While spending the past week in Carlsbad, CA, Susan and I discovered that the city’s Cultural Arts Office sponsors a “TGIF Jazz in the Parks” concert series. On Friday evenings from late June through mid-August, people attend these free concerts featuring musicians from all over the world who present a variety of jazz styles.
In the “it’s a small world category” the concert the Friday night we were in Carlsbad featured Sierra Leone’s Refugee All Stars. Here’s what the pre-concert publicity said about them. “The Refugee All-Stars are uplifting, inspiring, ebullient and exuberant, a group of consummate musicians whose improbable success story shows the power of song and spirit. Their infectious Afro-pop optimism in the face of loss and sorrow hoisted them out of the border camps of Guinea and onto the international stage.”
After a 2005 documentary about the band’s post-war journey skyrocketed them to a global platform, their story and music was soon inspiring fans worldwide. They’ve appeared on The Oprah Winfrey Show, opened for Aerosmith, contributed to the Blood Diamond film soundtrack, and participated in the U2 tribute album In the Name of Love: Africa Celebrates U2. They have built a loyal fan base with extensive touring and festival performances both in this country and abroad. From the ashes of war, Sierra Leone’s Refugee All Stars have risen like a phoenix to become one of the most lauded African bands in the world.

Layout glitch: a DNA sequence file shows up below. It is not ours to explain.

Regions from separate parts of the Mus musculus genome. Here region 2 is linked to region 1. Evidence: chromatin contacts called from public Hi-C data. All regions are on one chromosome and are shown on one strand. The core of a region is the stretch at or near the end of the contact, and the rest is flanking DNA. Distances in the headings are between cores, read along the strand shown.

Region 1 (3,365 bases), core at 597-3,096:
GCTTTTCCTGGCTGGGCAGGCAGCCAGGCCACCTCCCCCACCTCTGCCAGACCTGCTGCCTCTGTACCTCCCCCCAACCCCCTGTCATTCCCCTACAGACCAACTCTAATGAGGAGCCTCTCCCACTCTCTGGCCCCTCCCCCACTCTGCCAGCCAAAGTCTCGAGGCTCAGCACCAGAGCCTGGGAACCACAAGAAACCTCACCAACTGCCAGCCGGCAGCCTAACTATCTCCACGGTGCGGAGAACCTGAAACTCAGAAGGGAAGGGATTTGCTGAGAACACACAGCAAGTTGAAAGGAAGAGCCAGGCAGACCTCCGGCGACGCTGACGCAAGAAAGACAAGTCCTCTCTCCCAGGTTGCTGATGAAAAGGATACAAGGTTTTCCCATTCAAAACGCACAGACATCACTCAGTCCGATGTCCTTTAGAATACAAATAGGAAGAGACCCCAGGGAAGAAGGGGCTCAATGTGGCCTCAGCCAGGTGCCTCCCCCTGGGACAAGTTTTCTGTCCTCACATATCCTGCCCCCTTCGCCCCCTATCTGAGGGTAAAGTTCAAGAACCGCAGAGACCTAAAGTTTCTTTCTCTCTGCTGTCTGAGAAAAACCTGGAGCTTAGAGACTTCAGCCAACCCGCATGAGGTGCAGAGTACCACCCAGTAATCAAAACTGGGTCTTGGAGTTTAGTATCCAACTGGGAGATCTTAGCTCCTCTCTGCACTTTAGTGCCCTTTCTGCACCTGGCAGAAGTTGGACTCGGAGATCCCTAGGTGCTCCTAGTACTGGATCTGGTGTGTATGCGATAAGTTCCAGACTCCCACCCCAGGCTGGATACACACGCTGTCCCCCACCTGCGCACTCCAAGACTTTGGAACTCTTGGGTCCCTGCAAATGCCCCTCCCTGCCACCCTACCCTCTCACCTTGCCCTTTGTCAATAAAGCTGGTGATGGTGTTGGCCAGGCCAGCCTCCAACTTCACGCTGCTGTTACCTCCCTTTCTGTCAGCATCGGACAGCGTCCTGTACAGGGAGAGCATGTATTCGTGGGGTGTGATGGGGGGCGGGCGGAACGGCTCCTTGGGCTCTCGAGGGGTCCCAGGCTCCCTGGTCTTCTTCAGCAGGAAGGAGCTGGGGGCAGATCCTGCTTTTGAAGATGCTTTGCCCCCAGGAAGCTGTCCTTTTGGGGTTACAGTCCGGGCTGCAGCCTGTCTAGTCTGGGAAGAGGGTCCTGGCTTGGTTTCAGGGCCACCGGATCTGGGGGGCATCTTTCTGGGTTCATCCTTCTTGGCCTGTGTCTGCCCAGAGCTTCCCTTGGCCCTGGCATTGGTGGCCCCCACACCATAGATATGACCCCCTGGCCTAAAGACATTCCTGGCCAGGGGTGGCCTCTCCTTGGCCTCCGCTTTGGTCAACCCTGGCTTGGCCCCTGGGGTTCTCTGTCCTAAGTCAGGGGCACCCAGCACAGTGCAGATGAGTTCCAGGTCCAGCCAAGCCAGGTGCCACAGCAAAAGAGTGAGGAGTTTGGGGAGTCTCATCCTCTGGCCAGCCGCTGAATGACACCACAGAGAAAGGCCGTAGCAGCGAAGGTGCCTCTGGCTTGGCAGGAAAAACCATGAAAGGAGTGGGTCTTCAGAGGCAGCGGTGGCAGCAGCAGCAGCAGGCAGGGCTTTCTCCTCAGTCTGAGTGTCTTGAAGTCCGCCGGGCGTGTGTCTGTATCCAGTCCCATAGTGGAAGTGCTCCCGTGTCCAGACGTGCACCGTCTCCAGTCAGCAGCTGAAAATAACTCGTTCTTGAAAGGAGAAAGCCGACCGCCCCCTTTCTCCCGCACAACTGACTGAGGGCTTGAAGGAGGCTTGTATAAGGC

It was wonderful as concert-goers gathered in various groupings sharing food and drink and relaxing together on a warm summer evening. The Refugee All Stars helped immensely in contributing to the fun. Their traditional West African sounds blended with vintage reggae and American soul to produce wonderfully rhythmic music that had people up and dancing or at the very least swaying to the beat.
Being there reminded me of the power of music to overcome almost any catastrophe, personal or communal. Dietrich Bonhoeffer once wrote that, “Music… will help dissolve your perplexities and purify your character and sensibilities, and in time of care and sorrow, will keep a fountain of joy alive in you,” and U2’s Bono reminds us that “Music can change the world because it can change people.”
I felt changed that night and have since then through the internet been listening to more of Sierra Leone’s Refugee All-Stars wonderful music. Check out their website http://www.sierraleonesrefugeeallstars.com/fr_home.cfm where you can read their story and listen to some of their music. You can also access their music using www.youtube.com.